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Inequality, concentration of wealth and ownership structure of Islamic banks

Inequality, concentration of wealth and ownership structure of Islamic banks PurposeAn important Islamic imperative is prevention of concentration of wealth among a few so that wealth circulates widely to enhance shared prosperity. In contemporary economic discourse, inequality and concentration of wealth have emerged as among key causes of instability and crisis. Unfortunately, although Islamic finance has emerged as a Shari’ah-compliant industry, it does not seem to be connected with the Islamic concern about inequality and concentration of wealth. This paper aims to explore the issues of inequality and concentration of wealth in the context of Islamic finance.Design/methodology/approachThis paper addresses a number of queries: Are Islamic banks, as the dominant component of the industry, helping to improve inequality and concentration of wealth and thus offer a better framework to deal with instability and crisis? Is the ownership structure of Islamic banks conducive to meeting the Islamic imperative regarding inequality and concentration of wealth? Using secondary data, this research illuminates the pertinent issues in light of the experience of Bahrain as one of the hubs of Islamic banking and finance.FindingsThe paper finds that the ownership pattern of Islamic banks in Bahrain lends credence to the entrenched, not-so-unexpected concentration of wealth.Research limitations/implicationsThis study is based on data of one country. Further studies on other countries will help illuminate the relevant patterns and issues.Practical implicationsInequality and concentration of wealth are among central economic issues in contemporary economic discourse. Because of the significant impact of such inequality and concentration, societies need to be more aware of these impacts and devise ways to address it.Social implicationsInequality and concentration of wealth have fundamental social implications, as the issues of poverty, deprivation, exploitation, etc. are inseparable from concentration of wealth (accompanied by concentration of power), and widening wealth gap can cause or induce major socio-political upheaval.Originality/valueAlthough inequality and concentration of wealth are robust fields of inquiry, this might be the first work addressing the issue of concentration of wealth in the context of Islamic finance in general and Islamic banking in particular. http://www.deepdyve.com/assets/images/DeepDyve-Logo-lg.png International Journal of Ethics and Systems Emerald Publishing

Inequality, concentration of wealth and ownership structure of Islamic banks

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Publisher
Emerald Publishing
Copyright
Copyright © Emerald Group Publishing Limited
ISSN
2514-9369
DOI
10.1108/ijoes-11-2018-0155
Publisher site
See Article on Publisher Site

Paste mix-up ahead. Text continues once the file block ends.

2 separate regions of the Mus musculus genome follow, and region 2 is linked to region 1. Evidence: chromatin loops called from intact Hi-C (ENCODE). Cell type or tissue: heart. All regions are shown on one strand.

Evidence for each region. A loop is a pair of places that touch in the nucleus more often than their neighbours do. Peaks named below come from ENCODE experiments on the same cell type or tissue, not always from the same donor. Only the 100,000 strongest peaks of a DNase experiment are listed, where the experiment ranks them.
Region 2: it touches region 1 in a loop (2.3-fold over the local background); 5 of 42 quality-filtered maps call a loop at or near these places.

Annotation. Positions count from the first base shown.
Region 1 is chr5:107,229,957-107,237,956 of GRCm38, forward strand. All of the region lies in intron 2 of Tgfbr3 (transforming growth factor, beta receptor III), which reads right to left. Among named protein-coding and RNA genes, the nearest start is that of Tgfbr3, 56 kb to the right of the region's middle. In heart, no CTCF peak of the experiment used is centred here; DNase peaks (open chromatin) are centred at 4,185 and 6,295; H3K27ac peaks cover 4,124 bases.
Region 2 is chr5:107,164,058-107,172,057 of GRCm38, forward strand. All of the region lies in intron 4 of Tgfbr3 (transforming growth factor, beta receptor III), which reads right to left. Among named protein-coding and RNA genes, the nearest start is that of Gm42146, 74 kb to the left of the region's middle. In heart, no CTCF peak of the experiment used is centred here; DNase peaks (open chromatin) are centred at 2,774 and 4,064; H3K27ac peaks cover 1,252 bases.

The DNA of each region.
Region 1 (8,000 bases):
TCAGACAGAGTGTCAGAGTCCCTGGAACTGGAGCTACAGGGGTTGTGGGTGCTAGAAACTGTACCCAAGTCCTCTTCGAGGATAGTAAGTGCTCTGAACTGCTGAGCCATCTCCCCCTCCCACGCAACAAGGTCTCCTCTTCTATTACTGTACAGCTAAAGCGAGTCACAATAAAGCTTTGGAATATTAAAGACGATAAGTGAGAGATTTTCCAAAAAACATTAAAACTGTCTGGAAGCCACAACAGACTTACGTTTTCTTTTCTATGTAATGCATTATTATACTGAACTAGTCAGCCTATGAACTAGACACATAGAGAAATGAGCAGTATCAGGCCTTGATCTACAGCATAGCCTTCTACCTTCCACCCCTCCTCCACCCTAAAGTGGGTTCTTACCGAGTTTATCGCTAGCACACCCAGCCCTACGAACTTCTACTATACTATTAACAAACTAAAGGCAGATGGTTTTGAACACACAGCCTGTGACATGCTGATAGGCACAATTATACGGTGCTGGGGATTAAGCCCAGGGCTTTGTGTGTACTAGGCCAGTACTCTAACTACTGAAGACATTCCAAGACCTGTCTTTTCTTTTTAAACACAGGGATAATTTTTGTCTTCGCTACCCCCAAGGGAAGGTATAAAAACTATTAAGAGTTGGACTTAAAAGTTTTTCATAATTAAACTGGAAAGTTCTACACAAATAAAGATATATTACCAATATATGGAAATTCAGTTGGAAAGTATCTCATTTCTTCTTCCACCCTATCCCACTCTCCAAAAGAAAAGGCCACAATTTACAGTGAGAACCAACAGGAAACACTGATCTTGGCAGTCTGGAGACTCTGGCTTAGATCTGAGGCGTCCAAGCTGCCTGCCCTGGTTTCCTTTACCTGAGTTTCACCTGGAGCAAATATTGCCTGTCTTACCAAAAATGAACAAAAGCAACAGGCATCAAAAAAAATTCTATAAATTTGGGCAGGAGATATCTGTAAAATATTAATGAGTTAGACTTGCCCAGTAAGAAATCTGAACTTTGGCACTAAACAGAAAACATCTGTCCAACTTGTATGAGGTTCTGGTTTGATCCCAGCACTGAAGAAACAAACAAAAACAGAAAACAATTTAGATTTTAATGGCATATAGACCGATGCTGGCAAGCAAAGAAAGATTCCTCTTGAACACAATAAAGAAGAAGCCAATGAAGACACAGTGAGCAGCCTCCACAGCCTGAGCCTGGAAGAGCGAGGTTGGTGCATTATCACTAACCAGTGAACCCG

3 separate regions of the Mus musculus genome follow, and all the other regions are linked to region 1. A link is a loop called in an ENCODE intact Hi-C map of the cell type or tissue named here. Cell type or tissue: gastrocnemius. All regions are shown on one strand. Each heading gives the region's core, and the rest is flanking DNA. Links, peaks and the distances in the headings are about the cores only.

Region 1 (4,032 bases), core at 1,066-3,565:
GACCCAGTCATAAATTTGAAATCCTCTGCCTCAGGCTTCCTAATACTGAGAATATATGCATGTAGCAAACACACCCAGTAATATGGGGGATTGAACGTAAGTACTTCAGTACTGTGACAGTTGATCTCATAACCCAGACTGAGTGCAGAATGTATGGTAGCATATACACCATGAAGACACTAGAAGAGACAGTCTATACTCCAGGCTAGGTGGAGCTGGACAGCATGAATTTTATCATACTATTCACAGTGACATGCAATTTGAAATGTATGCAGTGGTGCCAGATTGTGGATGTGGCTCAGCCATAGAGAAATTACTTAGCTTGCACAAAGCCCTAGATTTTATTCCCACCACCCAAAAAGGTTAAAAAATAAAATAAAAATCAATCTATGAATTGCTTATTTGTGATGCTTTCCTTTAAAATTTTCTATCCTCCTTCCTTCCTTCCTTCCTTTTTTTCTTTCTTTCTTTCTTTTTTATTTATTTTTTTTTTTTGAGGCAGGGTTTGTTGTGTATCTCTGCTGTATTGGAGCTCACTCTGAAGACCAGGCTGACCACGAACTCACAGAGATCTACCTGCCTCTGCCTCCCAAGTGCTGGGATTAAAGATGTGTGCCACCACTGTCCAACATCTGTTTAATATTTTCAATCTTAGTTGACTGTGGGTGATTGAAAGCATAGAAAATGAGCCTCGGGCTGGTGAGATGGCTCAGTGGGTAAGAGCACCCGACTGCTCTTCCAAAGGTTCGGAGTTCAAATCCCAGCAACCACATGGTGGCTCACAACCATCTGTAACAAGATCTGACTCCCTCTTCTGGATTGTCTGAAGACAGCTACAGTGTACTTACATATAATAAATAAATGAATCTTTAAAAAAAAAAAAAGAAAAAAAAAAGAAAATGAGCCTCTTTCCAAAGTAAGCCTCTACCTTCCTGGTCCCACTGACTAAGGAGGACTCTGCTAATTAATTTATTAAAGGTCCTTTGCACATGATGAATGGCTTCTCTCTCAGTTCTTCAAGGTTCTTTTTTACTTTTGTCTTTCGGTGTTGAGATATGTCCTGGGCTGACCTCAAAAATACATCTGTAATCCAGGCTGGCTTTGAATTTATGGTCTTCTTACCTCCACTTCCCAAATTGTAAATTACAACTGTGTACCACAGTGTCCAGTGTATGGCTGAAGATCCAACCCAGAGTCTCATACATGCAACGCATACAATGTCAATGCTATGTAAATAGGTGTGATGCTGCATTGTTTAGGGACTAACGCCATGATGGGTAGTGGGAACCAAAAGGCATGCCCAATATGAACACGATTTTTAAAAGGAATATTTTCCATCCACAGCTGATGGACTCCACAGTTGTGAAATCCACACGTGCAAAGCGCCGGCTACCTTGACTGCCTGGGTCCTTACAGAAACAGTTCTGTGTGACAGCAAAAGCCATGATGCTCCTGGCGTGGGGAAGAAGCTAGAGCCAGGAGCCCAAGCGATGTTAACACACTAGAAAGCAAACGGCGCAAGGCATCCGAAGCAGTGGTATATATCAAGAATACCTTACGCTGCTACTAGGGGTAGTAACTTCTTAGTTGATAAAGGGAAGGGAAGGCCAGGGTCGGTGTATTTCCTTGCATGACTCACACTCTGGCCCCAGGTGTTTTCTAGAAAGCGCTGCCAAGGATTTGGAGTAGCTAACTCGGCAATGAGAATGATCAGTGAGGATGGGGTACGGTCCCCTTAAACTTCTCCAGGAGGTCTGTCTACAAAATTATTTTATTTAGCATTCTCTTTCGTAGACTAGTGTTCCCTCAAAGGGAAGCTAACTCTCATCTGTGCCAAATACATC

Abstract

PurposeAn important Islamic imperative is prevention of concentration of wealth among a few so that wealth circulates widely to enhance shared prosperity. In contemporary economic discourse, inequality and concentration of wealth have emerged as among key causes of instability and crisis. Unfortunately, although Islamic finance has emerged as a Shari’ah-compliant industry, it does not seem to be connected with the Islamic concern about inequality and concentration of wealth. This paper aims to explore the issues of inequality and concentration of wealth in the context of Islamic finance.Design/methodology/approachThis paper addresses a number of queries: Are Islamic banks, as the dominant component of the industry, helping to improve inequality and concentration of wealth and thus offer a better framework to deal with instability and crisis? Is the ownership structure of Islamic banks conducive to meeting the Islamic imperative regarding inequality and concentration of wealth? Using secondary data, this research illuminates the pertinent issues in light of the experience of Bahrain as one of the hubs of Islamic banking and finance.FindingsThe paper finds that the ownership pattern of Islamic banks in Bahrain lends credence to the entrenched, not-so-unexpected concentration of wealth.Research limitations/implicationsThis study is based on data of one country. Further studies on other countries will help illuminate the relevant patterns and issues.Practical implicationsInequality and concentration of wealth are among central economic issues in contemporary economic discourse. Because of the significant impact of such inequality and concentration, societies need to be more aware of these impacts and devise ways to address it.Social implicationsInequality and concentration of wealth have fundamental social implications, as the issues of poverty, deprivation, exploitation, etc. are inseparable from concentration of wealth (accompanied by concentration of power), and widening wealth gap can cause or induce major socio-political upheaval.Originality/valueAlthough inequality and concentration of wealth are robust fields of inquiry, this might be the first work addressing the issue of concentration of wealth in the context of Islamic finance in general and Islamic banking in particular.

Journal

International Journal of Ethics and SystemsEmerald Publishing

Published: Jan 1, 1

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